2004; Clausen et al. 2005). Related approaches can be taken to probe for example for binding sites of carbonate or hydrogencarbonate GSK3235025 in PSII (Shevela et al. 2008). In these experiments, it is attempted to replace the bound inorganic carbon (Ci) by the addition of a molecule (formate) that competes for the binding site, or by the destruction of the binding site via the addition of a strong
reductant. In both cases the released Ci is converted by the intrinsic or externally added CA into CO2 and can then be detected via the MIMS approach. Figure 6 demonstrates that injection of formate releases carbonate/hydrogencarbonate from the non-heme iron at the acceptor side of PSII (see also Govindjee et Selleck mTOR inhibitor al. 1991, 1997), while the destruction of the Mn4O x Ca cluster does not lead to a release of Ci. This demonstrates the absence of a tightly bound
Ci within the water oxidizing complex (see also Ulas et al. 2008; Aoyama et al. 2008). Fig. 6 Probing the binding of inorganic carbon (Ci) to photosystem II. The right side shows that the addition of formate to PSII induces a release of Ci into the medium which is clearly above the background measured by injection of formate into buffer. The released Ci is converted to CO2 by the intrinsic carbonic anhydrase (CA) activity of thylakoids and by added CA. The released CO2 corresponds to about 0.3 Ci/PSII. Left side: addition of hydroxylamine at concentrations known to rapidly reduce Carbohydrate the Mn4OxCa cluster and to release the manganese as Mn(II) into the medium did not lead to CO2 signals above background (left side). 15N-labeled hydroxylamine was used to shift the click here signal of N2O, which is produced during the reduction, to mass 46 Real time isotopic fractionation Isotopic fractionation is the ratio of one isotopic species (isotopologue) over another and brings with it information about chemical reactions. The fractionation can be due to (1) chemical diffusion such as CO2 assimilation in leaves (Farquhar et al. 1989), or to chemical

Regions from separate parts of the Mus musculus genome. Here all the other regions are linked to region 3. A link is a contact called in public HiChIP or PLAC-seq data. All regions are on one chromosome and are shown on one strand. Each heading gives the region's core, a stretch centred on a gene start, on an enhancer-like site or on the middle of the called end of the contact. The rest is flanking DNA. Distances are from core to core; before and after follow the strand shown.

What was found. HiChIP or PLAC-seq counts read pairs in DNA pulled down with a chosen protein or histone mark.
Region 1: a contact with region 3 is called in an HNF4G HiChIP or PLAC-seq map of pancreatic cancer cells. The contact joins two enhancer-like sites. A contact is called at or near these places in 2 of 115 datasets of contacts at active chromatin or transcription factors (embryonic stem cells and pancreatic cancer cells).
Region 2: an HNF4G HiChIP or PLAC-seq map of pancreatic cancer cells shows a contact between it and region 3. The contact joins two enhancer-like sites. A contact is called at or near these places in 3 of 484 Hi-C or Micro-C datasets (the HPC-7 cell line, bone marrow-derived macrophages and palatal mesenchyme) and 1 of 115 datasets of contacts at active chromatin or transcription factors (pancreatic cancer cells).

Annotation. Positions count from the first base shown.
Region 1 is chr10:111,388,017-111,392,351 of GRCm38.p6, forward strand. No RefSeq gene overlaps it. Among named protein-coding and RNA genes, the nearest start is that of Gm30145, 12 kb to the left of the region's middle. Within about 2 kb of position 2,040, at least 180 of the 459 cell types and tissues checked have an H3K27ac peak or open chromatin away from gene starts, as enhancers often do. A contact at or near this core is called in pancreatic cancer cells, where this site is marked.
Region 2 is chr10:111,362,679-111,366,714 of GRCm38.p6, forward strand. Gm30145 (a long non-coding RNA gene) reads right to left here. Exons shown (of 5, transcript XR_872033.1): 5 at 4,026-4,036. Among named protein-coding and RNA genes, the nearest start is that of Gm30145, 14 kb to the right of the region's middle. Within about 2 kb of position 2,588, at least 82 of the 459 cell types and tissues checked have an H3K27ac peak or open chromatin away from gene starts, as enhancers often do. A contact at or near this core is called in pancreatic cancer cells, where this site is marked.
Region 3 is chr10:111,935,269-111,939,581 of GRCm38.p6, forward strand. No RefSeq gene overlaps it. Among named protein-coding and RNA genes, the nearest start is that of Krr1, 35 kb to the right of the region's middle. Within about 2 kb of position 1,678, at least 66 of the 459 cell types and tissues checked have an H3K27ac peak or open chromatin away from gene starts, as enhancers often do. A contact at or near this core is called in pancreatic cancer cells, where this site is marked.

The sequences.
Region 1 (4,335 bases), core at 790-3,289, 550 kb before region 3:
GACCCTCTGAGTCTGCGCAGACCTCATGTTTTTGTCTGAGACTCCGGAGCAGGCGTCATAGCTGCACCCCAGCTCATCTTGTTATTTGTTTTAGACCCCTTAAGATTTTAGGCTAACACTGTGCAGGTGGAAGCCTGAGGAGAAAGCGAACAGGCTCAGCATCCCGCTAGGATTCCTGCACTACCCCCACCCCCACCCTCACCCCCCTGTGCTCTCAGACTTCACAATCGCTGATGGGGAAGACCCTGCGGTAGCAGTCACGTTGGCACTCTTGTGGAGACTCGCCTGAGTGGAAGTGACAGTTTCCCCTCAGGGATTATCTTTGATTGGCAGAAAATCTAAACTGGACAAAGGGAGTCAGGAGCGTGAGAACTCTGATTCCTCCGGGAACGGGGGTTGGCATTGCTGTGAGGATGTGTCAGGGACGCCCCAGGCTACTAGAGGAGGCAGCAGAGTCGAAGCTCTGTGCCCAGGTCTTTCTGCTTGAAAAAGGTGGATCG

reactions where (2) there is a kinetic isotope effect (KIE, i.e., an isotope dependant difference in reaction rate) or (3) an equilibrium isotope effect (EIE, i.e., a change in the equilibrium concentration of an isotopic species). Traditionally measurements are typically performed with a time-dependent sampling of the concentrations of the products (e.g., Guy et al. 1993; Tian and Klinman 1993; Ribas-Carbo et al. 2005). This technique usually requires chromatographic separation or molecular sieve/freeze trapping of gases prior to analysis, and in the case of molecular oxygen, its initial conversion into CO2. Alternatively, such experiments can also be undertaken as real-time continuous measurement of gas concentrations using a MIMS approach. In this case, both reaction rates (i.e., given as ∆O2) and the absolute concentration of substrate (i.e., [O2]) are measured simultaneously for unlabeled and labeled isotopes.